- Takehome: The 21st Tripartite Environment Ministers Meeting was held in Japan, during which environment ministers of China, Japan and South Korea adopted the new priority cooperation areas for the next
- Takehome: Eight new substances were listed as toxic chemical substances after hazard evaluation under K-REACH. They are still considered new chemical substances in South Korea and require new chemical registration other
- Takehome： The South Korea approval document on the Minamata Convention was completed and submitted to the United Nations on 22nd November. The requirements in the approval document are scheduled to enter into effect 90
- Takehome: South Korea proposed revisions to the testing and safety management of household chemical products. So far, K-BPR regulates 13 categories covering 35 kinds of household chemical products. In addition to
South Korea Recommends Formation of Separate Consortiums for Nanomaterial Registration under K-REACHTakehome: South Korea follows the definition of nanomaterials under EU REACH and recommends formation of separate consortiums for nanomaterial registration as there are significant differences in the hazardous properties of substances
- Takehome: In response to media stories claiming that K-REACH regulations are plaguing chemical businesses, the Korea MoE published an explanation to reiterate the government’s support for chemical registration. Ever since
- Takehome: The OSHA requires new chemical registrants to submit downstream information by Nov 22nd, 2019. Priority targets are registered new chemicals suspected as being carcinogenic or posing other serious health risks.
- Takehome: 18 substances have been newly classified as toxic and provided with classification and labeling information. Classification and labeling information has been updated for 8 previously published substances,
- Takehome: 171,932 pre-registration applications were submitted for 16,743 chemical substances. 11% of the pre-registered substances are over 1,000 t/y. Designated CMR substances with a volume over 1 t/y and the general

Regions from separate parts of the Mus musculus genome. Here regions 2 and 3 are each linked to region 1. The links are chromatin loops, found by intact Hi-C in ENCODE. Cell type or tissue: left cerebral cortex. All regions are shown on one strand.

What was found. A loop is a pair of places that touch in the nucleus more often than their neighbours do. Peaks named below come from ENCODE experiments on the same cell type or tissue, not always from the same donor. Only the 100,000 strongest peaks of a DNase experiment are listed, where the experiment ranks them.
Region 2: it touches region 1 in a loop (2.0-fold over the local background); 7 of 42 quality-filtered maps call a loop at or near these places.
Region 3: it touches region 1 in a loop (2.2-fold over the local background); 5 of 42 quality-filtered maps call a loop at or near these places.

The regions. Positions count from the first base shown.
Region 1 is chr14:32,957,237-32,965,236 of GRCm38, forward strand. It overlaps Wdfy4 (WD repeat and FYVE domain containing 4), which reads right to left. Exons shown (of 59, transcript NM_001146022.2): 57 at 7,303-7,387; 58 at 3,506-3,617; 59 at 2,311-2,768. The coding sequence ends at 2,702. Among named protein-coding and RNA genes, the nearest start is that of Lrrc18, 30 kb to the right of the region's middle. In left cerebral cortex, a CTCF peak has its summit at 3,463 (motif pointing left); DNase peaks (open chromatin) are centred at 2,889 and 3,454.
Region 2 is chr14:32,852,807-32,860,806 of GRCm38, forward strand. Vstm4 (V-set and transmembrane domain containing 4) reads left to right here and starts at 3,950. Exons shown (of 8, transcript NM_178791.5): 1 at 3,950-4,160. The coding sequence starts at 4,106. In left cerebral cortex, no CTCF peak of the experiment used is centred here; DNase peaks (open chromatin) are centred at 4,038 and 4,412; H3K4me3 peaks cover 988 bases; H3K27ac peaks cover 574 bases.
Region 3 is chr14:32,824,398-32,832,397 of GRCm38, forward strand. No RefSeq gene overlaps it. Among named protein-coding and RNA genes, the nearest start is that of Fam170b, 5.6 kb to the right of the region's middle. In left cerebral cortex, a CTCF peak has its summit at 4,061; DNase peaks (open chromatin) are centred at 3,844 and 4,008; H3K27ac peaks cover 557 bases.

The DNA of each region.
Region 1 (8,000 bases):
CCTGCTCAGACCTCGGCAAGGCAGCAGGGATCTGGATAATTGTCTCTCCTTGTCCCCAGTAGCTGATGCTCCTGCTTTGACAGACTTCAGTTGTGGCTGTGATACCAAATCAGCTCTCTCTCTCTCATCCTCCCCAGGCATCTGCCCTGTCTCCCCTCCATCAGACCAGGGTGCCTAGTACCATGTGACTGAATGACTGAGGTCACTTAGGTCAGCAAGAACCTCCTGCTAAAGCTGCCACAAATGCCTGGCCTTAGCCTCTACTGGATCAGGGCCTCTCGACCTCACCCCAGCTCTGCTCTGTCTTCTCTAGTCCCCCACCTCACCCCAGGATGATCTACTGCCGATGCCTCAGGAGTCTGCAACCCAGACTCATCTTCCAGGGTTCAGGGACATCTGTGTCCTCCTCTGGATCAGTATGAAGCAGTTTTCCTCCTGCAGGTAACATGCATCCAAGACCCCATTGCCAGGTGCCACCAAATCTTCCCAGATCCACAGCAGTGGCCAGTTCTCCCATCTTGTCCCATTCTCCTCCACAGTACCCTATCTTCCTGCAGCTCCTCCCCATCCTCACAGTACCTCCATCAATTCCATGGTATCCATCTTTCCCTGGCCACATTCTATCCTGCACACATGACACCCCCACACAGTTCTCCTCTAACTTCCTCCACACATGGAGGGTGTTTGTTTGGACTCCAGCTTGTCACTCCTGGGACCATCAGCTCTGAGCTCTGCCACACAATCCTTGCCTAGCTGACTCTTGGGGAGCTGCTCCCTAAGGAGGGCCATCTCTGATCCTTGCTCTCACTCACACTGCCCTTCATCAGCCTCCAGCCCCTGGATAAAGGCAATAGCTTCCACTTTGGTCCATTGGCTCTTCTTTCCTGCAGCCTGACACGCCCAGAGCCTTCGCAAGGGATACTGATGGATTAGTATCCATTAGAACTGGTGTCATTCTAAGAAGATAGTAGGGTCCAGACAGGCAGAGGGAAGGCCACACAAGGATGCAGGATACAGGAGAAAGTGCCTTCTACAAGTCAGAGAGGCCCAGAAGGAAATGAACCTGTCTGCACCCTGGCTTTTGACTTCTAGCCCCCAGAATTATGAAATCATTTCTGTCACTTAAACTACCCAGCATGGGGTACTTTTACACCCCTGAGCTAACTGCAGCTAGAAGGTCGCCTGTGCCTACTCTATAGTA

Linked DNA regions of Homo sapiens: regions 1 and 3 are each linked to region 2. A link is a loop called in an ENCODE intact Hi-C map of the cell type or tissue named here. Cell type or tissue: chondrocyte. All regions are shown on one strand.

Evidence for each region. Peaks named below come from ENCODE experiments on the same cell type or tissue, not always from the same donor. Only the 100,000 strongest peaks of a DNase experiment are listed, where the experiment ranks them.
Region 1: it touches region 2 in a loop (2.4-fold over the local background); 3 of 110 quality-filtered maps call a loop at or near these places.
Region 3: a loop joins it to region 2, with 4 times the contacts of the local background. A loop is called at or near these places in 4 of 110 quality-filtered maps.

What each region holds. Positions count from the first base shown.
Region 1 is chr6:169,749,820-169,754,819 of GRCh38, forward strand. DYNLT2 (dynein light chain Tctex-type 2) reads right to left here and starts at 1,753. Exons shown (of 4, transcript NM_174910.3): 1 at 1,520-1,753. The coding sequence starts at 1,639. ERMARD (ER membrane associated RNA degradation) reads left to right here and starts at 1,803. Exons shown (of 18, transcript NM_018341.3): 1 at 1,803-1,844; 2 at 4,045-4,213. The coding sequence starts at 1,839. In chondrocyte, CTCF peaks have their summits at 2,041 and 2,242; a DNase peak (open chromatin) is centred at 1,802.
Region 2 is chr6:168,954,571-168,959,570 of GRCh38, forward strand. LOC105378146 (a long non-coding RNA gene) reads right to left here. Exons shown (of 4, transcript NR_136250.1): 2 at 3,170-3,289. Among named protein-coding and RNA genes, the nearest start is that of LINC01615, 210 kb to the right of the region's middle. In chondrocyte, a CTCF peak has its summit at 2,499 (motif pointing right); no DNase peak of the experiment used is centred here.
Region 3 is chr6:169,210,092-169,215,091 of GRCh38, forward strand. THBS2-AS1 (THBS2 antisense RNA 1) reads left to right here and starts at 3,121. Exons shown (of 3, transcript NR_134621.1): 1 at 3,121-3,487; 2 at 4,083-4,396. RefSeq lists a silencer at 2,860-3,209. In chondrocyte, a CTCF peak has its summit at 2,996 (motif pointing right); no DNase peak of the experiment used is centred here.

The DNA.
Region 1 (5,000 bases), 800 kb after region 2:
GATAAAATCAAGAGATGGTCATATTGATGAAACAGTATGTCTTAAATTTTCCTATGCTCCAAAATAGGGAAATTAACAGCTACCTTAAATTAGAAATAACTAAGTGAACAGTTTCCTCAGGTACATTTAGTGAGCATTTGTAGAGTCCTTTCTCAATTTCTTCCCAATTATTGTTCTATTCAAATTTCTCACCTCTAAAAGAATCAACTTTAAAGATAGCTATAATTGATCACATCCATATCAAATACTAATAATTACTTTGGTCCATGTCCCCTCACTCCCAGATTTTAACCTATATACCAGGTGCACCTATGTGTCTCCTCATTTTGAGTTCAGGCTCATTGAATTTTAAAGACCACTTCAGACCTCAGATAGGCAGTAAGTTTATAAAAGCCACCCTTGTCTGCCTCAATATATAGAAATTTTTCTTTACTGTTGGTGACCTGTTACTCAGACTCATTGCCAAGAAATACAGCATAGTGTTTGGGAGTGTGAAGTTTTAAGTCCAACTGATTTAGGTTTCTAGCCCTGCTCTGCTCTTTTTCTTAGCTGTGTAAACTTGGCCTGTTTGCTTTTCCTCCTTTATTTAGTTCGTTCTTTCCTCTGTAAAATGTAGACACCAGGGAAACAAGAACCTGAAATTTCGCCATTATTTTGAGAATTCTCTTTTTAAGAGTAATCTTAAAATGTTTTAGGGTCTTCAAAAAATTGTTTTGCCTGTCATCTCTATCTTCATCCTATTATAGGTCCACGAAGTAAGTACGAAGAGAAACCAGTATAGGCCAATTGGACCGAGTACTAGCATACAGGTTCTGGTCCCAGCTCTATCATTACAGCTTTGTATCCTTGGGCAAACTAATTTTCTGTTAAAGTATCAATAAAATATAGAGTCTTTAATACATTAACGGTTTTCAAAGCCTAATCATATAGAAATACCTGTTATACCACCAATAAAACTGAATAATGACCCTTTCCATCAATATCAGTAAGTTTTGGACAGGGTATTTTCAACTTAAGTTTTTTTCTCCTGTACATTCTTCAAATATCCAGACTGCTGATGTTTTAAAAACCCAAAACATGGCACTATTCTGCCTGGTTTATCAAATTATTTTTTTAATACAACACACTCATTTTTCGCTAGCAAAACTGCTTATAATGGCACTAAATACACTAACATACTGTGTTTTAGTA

- Takehome: 18 new substances were listed as toxic chemical substances after hazard evaluation under K-REACH. They are still considered new chemical substances in South Korea and require new chemical registration other than
- Takehome: The highly anticipated K-REACH CICO (analogous to EU REACH’s substance information exchange forum -SIEF) finally opened on 7th October. Companies that want to complete joint-registration need to join CICO first.
- Takehome: South Korea’s Common Safety Standards for Children’s Products is under revision. The concentration limits of nitrosamines and nitrosatable substances will be set for oral use
- Takehome: South Korea’s MoE approved the amendments on K-REACH Enforcement Rules to simplify and accelerate new chemical registration and approvals of exemptions for R&D purposes. However, only new chemical substances
- Takehome: 15 new substances have been designated as toxic chemicals and provided with classification and labeling information. They are still considered new chemicals and require new chemical registration under K-REACH.
- Takehome: The first batch of priority management substances under K-REACH took effect on 1st July 2019. Products containing these substances over a specified level are required to be notified to the local authority. On 26th
- Takehome: Purchasing data for use in Taiwan REACH or K-REACH registration from EU REACH data owners is hindered by communication difficulties and lack of cross regional data sharing standards. Big companies may decline joint registration in